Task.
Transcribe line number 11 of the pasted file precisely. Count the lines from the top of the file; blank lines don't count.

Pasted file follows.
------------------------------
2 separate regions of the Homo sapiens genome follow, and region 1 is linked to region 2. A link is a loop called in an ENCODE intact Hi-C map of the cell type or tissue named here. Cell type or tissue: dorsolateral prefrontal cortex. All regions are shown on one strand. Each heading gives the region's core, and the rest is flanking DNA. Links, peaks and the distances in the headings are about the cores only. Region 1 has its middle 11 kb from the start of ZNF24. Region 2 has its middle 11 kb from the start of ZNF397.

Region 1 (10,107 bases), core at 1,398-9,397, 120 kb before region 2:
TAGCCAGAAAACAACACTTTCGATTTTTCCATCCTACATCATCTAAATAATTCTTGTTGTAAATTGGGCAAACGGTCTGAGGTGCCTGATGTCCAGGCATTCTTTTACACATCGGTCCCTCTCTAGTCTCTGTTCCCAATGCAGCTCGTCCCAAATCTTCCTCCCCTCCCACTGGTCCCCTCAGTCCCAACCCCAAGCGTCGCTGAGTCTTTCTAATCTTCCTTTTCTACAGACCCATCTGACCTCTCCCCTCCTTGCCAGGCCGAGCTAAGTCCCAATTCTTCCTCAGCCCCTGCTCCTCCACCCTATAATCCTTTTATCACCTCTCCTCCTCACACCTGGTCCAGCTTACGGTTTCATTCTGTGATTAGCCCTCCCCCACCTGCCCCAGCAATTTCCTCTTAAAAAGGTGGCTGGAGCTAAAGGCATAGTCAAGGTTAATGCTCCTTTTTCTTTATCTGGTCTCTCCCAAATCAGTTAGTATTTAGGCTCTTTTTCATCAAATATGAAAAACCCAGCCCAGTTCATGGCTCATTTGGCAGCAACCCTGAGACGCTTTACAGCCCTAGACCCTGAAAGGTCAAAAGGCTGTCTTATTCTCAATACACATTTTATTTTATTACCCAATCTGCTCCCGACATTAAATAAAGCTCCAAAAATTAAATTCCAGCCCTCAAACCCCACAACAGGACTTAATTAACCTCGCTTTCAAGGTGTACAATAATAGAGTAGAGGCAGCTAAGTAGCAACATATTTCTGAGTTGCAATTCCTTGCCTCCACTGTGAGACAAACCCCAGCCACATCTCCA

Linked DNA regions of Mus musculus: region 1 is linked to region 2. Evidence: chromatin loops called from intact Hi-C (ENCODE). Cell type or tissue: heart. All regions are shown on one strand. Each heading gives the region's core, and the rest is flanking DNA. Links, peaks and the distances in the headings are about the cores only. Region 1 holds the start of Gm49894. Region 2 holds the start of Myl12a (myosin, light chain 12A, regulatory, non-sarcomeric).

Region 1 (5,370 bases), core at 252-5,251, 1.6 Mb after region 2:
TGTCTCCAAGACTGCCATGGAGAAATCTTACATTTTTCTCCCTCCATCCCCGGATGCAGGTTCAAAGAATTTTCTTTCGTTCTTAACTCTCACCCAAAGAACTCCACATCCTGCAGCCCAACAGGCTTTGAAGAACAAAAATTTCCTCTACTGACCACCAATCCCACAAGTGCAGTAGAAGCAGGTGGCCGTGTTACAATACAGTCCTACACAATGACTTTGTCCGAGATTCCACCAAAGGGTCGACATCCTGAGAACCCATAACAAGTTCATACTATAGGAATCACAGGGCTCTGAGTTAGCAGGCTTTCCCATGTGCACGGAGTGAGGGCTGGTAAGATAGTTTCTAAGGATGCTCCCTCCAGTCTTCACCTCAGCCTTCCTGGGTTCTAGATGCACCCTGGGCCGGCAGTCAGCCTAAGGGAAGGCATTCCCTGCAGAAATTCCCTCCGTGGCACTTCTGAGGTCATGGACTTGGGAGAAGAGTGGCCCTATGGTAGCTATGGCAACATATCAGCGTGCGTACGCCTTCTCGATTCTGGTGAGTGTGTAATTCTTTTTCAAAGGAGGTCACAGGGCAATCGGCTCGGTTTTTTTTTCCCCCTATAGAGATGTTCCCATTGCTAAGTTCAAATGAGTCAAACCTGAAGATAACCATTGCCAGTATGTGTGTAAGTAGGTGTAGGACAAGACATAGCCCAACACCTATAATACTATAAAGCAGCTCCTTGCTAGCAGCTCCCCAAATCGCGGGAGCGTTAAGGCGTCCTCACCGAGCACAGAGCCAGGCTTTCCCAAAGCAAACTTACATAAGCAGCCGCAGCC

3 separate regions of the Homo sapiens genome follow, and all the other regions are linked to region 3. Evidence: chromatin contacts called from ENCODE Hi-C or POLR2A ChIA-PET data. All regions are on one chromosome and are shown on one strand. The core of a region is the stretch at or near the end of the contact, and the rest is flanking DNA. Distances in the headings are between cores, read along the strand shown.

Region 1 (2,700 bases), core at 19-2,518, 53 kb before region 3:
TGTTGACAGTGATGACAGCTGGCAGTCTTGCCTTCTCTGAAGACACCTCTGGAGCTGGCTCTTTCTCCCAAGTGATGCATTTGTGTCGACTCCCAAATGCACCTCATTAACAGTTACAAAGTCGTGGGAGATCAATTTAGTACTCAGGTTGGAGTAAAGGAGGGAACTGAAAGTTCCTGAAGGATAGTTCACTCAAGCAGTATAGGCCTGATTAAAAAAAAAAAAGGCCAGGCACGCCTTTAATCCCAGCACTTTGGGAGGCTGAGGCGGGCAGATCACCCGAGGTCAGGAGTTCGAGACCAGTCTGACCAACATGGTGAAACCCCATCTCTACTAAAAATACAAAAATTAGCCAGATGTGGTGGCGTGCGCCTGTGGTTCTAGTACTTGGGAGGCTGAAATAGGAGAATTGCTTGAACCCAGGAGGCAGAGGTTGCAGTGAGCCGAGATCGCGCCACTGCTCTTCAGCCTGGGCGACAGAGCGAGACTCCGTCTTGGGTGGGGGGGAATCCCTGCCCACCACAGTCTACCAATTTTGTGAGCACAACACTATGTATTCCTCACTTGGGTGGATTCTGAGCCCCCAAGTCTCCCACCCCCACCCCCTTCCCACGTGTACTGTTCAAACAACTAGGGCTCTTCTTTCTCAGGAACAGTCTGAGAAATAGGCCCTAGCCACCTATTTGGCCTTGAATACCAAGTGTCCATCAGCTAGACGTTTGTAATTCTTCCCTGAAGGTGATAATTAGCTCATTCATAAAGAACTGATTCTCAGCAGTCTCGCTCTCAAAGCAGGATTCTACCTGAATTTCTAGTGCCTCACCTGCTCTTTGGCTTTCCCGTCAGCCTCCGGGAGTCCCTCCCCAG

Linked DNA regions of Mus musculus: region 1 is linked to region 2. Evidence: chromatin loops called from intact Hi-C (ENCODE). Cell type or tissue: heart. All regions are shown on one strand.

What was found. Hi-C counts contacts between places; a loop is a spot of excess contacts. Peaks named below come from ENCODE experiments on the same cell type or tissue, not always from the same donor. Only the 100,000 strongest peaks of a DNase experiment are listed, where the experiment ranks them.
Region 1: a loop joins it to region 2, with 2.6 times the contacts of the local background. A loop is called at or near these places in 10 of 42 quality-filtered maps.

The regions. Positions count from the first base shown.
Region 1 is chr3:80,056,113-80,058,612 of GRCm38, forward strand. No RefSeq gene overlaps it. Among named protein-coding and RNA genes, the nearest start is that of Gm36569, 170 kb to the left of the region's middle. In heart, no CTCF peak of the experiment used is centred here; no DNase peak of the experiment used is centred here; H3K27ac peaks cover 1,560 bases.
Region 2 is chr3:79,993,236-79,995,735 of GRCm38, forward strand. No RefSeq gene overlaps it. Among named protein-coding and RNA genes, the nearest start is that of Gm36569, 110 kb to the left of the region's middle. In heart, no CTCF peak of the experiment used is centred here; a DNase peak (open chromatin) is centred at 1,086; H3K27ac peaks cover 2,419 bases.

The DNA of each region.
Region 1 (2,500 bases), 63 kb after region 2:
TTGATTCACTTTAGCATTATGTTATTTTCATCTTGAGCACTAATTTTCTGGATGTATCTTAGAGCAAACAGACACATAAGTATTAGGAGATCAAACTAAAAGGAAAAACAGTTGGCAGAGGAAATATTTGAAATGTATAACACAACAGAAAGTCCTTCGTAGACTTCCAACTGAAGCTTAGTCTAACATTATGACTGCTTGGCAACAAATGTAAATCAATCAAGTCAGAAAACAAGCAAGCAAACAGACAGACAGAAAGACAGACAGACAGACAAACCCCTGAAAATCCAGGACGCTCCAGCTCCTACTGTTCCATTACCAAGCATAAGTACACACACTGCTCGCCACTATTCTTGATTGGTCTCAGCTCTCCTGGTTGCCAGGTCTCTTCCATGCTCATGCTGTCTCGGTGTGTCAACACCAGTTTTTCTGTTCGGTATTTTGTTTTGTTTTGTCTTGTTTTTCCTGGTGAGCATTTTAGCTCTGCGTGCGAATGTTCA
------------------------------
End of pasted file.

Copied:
What was found. Hi-C counts contacts between places; a loop is a spot of excess contacts. Peaks named below come from ENCODE experiments on the same cell type or tissue, not always from the same donor. Only the 100,000 strongest peaks of a DNase experiment are listed, where the experiment ranks them.